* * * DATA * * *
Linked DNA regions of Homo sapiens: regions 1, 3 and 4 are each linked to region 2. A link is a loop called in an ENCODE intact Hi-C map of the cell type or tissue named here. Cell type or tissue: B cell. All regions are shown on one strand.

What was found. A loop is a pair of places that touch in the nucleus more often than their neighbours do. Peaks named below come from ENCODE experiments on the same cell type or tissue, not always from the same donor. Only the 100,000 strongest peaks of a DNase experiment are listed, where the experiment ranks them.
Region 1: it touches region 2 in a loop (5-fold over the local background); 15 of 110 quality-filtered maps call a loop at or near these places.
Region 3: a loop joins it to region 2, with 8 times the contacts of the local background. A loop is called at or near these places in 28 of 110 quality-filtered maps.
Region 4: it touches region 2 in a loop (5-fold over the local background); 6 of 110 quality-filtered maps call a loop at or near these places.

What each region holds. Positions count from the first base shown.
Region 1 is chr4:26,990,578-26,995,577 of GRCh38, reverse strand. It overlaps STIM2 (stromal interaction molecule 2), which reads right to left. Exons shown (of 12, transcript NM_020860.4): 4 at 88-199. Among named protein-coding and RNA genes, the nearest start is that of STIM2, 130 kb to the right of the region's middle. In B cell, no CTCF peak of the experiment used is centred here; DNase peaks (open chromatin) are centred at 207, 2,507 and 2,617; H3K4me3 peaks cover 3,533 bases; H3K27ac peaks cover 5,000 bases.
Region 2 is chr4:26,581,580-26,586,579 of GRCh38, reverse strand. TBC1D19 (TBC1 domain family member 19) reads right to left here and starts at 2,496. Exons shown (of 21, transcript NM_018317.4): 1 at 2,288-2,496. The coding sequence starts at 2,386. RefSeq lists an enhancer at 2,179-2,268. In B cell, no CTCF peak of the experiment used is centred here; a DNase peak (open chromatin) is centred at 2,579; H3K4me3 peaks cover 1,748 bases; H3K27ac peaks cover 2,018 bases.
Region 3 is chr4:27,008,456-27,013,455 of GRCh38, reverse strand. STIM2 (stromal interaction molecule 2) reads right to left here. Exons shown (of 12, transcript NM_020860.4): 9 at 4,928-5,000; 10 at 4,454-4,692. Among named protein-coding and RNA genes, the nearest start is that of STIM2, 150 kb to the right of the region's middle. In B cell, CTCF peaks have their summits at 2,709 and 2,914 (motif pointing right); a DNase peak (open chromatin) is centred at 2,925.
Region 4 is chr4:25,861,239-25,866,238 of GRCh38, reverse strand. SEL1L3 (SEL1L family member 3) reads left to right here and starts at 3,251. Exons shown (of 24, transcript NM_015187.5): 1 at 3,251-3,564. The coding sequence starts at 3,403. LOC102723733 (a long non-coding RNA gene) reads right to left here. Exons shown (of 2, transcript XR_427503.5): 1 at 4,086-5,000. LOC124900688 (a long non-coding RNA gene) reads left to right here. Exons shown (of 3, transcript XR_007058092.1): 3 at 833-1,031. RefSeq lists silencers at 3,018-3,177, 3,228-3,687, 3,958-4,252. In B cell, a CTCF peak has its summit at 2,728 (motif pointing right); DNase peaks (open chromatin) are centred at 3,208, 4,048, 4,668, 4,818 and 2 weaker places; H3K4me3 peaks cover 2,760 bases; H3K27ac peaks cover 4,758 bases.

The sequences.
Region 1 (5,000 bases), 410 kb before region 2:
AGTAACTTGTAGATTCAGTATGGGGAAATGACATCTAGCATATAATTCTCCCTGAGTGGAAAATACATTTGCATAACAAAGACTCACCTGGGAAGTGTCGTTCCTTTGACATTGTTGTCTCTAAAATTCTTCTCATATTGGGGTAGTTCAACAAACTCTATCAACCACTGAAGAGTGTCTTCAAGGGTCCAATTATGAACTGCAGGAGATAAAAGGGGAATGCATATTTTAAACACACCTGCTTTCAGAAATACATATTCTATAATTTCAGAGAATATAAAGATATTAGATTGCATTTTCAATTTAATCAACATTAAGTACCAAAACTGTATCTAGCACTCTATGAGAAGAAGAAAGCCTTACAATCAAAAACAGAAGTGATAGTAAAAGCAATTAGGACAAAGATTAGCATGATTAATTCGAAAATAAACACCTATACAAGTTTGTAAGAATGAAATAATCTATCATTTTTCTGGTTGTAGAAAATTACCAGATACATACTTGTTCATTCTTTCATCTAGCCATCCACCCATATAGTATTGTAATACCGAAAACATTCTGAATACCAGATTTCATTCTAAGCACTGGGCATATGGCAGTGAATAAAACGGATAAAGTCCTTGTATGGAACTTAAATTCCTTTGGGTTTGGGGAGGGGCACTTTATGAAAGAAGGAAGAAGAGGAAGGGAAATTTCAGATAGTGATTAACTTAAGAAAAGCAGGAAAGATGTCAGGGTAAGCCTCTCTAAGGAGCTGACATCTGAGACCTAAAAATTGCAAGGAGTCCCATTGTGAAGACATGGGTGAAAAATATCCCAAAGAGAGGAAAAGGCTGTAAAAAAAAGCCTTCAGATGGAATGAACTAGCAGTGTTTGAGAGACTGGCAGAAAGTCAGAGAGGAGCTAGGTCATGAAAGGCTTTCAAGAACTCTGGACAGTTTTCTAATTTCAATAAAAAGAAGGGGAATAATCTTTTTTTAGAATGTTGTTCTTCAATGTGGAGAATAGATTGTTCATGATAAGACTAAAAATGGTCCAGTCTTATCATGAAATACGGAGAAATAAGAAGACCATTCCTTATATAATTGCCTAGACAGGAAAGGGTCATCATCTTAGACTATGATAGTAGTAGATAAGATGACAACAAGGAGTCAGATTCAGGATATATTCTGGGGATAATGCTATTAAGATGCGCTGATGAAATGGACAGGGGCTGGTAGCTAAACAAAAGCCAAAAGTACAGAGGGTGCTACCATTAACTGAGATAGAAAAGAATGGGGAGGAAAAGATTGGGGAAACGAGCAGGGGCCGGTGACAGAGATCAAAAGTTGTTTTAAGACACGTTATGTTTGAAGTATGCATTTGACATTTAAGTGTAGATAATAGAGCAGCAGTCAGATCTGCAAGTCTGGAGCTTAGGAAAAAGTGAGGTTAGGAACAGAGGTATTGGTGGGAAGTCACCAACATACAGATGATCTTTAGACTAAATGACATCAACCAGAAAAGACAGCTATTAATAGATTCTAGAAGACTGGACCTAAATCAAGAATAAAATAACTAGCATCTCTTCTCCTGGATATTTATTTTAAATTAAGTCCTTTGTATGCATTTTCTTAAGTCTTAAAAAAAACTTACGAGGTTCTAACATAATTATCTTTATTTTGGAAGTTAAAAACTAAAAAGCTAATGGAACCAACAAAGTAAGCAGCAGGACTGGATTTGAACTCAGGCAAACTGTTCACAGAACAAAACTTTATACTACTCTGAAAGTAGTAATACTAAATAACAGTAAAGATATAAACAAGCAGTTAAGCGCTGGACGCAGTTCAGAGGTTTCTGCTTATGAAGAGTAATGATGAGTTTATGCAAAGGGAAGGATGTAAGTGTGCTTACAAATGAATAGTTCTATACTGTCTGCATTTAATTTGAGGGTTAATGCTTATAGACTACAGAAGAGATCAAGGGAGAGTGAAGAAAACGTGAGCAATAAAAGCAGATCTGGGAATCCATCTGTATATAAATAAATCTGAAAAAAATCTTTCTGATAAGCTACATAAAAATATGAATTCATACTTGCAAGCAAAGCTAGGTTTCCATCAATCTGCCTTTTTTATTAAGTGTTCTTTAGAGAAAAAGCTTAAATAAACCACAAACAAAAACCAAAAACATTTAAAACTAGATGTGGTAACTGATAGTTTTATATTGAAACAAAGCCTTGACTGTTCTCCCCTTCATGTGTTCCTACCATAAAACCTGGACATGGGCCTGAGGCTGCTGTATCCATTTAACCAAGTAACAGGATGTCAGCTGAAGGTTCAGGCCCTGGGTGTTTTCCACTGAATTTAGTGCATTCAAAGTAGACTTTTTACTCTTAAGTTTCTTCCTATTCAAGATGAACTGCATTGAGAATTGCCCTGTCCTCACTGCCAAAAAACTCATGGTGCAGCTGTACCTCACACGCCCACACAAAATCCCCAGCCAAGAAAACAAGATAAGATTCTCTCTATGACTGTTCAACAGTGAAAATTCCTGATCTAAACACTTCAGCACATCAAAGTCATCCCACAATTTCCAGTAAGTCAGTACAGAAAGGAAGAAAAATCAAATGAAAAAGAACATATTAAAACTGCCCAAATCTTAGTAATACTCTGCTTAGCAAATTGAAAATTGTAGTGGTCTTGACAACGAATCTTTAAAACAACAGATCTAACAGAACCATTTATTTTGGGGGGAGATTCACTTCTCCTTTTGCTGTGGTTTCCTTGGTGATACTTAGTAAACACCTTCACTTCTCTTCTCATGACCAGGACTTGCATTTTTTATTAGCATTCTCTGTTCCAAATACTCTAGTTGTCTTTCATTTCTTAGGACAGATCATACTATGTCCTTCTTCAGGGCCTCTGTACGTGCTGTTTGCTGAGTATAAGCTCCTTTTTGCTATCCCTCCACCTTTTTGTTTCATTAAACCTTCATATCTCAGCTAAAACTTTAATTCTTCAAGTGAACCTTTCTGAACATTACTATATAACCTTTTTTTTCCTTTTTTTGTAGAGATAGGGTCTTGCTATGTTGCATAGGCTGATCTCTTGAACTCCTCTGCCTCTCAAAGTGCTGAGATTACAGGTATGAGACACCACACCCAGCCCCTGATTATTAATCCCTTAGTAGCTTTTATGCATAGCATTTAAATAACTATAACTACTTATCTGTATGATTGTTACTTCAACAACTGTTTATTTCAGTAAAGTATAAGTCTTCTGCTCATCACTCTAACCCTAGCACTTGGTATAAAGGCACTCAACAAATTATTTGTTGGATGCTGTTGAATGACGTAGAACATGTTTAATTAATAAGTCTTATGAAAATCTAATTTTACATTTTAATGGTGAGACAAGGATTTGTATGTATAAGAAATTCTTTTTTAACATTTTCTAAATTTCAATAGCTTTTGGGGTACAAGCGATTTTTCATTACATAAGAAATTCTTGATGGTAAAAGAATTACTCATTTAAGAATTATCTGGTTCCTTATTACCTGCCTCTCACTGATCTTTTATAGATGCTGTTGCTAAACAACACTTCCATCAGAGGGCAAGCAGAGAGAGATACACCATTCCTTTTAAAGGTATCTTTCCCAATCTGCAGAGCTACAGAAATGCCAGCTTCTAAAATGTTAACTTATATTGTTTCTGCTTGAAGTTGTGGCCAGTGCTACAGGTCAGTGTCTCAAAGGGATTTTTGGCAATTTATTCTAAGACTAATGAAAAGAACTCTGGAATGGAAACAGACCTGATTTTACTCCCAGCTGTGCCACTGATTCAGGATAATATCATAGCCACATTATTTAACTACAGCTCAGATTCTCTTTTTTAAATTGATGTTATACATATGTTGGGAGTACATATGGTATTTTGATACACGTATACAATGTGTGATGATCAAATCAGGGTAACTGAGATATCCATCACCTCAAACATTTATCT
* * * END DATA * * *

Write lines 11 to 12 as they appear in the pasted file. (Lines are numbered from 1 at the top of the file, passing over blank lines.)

The sequences.
Region 1 (5,000 bases), 410 kb before region 2: